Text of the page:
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Let $K\ne \mathbb{Q}$ be a number field, let $\alpha\in \mathcal{O}_K$ and let $f(X)\in \mathcal{O}_K[X]$. Denote the Mahler measure by $M$.

Is there any known result about the comparison of the values $M(\alpha)$ and $M(f(\alpha))$?

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    $\begingroup$ I don't know, but it would be good to get some trivial cases out of the way. E.g., if $f$ is a constant polynomial, then clearly $M(f(\alpha))$ has nothing to do with $M(\alpha)$. $\endgroup$ – Gerry Myerson Apr 15 '19 at 5:27
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    $\begingroup$ In which sense do you want to compare the values? Do you mean inequalities or something else? $\endgroup$ – François Brunault Apr 20 '19 at 8:51
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    $\begingroup$ @FrançoisBrunault Yes, I mean inequalities. For example, do constants $C, \, n$ (depending on $K$ and $f$, but not on $\alpha$) exist such that $M(f(\alpha))\le C M(\alpha)^n$? A bound in the other direction is probably way more problematic. $\endgroup$ – Maurizio Moreschi Apr 20 '19 at 12:43
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This is all standard stuff about height functions. More generally, if we use absolute heights, then for any $f(x)\in\overline{\mathbb{Q}}[x]$ of degree $n$ there are constants $C_1(f)>0$ and $C_2(f)>0$ so that for any $\alpha\in\overline{\mathbb{Q}}$, $$ C_1(f)H(\alpha)^n \le H\bigl(f(\alpha)\bigr) \le C_2(f)H(\alpha)^n.$$ For $C_2(f)$ it's easy to get an explicit formula in terms of the coefficients of $f$ using the triangle inequality, as in Moreschi's answer. For $C_1(f)$, one can get an explicit formula that depends on the coefficients and the resultant of $f$. See for example Lang's Fundamentals of Diophantine Geometry.

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Let $H(\alpha)$ denote the absolute multiplicative height of $\alpha$, which is a number in $[1,\infty)$, and $M(\alpha) = H(\alpha)^d$, where $d$ is the degree of $\alpha$. Basic properties of the height include:

  • $H(\alpha \beta) \leq H(\alpha)H(\beta)$, for all algebraic numbers $\alpha$ and $\beta$,
  • $H(\alpha_1 + \cdots + \alpha_n) \leq n \prod_{i=1}^n H(\alpha_i)$.

So if $f(x) = c_n + c_{n-1}x + \cdots + c_0x^n,$ we have $$H(f(\alpha)) \leq (n+1)\prod_{i=0}^n H(c_i) H(\alpha)^i \leq (n+1) \left[\max_{0 \leq i \leq n} H(c_i)\right]H(\alpha)^{n(n+1)/2}.$$ Let $d$ be the degree of $\alpha$, $m = n(n+1)/2,$ and let $c = \max_{0 \leq i \leq n} H(c_i)$. Raising both sides to the $d$-th power gives $$H(f(\alpha))^d \leq ((n+1)c)^d M(\alpha)^m.$$ Now $f(\alpha) \in \mathbb{Q}(\alpha)$, so the degree of $f(\alpha)$ is less than or equal to that of $\alpha$, and therefore $M((f(\alpha))$ is at most equal to the left-hand-side of the above inequality. [I had made a comment similar to this, but it contained an error, and so I deleted it.]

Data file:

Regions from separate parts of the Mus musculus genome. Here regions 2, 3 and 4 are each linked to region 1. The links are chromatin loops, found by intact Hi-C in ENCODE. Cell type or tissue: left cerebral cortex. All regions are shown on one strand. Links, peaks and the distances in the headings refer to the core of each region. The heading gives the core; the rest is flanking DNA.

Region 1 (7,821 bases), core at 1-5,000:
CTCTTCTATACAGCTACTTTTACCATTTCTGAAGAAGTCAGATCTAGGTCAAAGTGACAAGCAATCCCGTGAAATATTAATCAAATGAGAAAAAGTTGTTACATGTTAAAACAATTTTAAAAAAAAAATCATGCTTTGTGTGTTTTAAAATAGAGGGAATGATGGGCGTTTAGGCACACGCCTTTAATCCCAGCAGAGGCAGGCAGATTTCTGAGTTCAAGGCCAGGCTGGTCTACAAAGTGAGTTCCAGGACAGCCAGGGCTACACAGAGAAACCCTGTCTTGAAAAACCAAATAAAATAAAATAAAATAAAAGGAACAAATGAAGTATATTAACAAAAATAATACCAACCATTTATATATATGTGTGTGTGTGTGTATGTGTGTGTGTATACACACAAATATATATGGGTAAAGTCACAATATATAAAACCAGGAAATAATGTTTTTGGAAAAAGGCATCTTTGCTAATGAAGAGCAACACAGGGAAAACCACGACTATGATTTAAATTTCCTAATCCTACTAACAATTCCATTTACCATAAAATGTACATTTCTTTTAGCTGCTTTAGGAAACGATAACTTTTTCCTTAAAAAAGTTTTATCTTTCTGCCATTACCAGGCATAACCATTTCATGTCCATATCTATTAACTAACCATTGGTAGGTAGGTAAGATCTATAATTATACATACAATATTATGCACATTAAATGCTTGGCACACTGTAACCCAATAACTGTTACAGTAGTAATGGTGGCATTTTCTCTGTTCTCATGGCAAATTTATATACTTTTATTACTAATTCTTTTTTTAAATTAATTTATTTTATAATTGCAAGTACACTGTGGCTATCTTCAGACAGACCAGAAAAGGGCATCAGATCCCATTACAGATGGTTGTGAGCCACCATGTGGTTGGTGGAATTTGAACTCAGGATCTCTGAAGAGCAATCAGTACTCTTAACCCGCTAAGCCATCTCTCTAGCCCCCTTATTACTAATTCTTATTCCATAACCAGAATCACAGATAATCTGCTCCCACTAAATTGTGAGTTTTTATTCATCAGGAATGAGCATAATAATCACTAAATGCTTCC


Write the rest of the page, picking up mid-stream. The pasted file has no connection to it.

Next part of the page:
Note that $d$ is at most $[K:\mathbb{Q}]$, and so this upper bound is of the form $CM(\alpha)^m$, where $m$ depends only on $f$ and $C$ depends on $K$ and $f$.

As for the reverse direction, I don't think any such inequality can exist, because for an arbitrary $\alpha$ (i.e. of arbitrarily large Mahler measure), we may find a polynomial such that $f(\alpha) = 1$, so $f(\alpha)$ has Mahler measure as small as possible.

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  • $\begingroup$ The bound you prove can actually be improved to $H(f(\alpha))\le C H(\alpha)^n$ (which is what I was aiming for) under the assumption of my question. I post the proof of this as an answer, because it is too long for a comment. $\endgroup$ – Maurizio Moreschi May 6 '19 at 13:20
  • $\begingroup$ There is a lower bound $H(f(\alpha))\ge CH(\alpha)^n$, but note that the implied constant will depend on $f$, as it will for the upper bound. $\endgroup$ – Joe Silverman May 6 '19 at 19:09
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This the proof of the claim in my comment to Bobby Grizzard's answer.

Since, by definition $$ H(\alpha):=\prod_{v\in \mathfrak{S}_K} \max\{1,|\alpha|_v\}\quad (\alpha\in K), $$ one has $$ H(\alpha)=\prod_{v\in \mathfrak{S}_{K,\infty}} \max\{1,|\alpha|_v\}\quad \forall\alpha\in \mathcal{O}_{K},$$ where $\mathfrak{S}_K$, $\mathfrak{S}_{K,\infty}$ denote the set of all places of $K$ and the set of Archimedean places of $K$ respectively.

Now, let $\alpha\in \mathcal{O}_{K}$ and $f(X)=a_n X^n+\dots+a_0\in \mathcal{O}_{K}[X]$. Then $f(\alpha)\in \mathcal{O}_K$.

Moreover, for any $v\in \mathfrak{S}_{K,\infty}$ one has $$ |f(\alpha)|_{v}\le f_v(|\alpha|_v),\qquad f_v(X):=|a_n|_{v} X^n+\dots+|a_0|_{v}\in \mathbb{R}_{\ge 0}[X].$$

It follows that $$ |f(\alpha)|_{v}\le (|a_n|_{v}+\dots +|a_0|_{v}) \big(\max\{1,|\alpha|_v\}\big)^n $$ and thus $$ \begin{split} H(f(\alpha))&=\prod_{v\in \mathfrak{S}_{K,\infty}} \max\{1,|f(\alpha)|_{v}\} \\ &\le \prod_{v\in \mathfrak{S}_{K,\infty}} \max\big\{1,(|a_n|_{v}+\dots +|a_0|_{v}) \big(\max\{1,|\alpha|_v\}\big)^n\big\} \\ & \le \prod_{v\in \mathfrak{S}_{K,\infty}} \max\{1,|a_n|_{v}+\dots +|a_0|_{v}\} \big(\max\{1,|\alpha|_v\}\big)^n \\ &= C_f H(\alpha)^n, \end{split} $$ where $$ C_f:=\prod_{v\in \mathfrak{S}_{K,\infty}} \max\{1,|a_n|_{v}+\dots +|a_0|_{v}\}.$$

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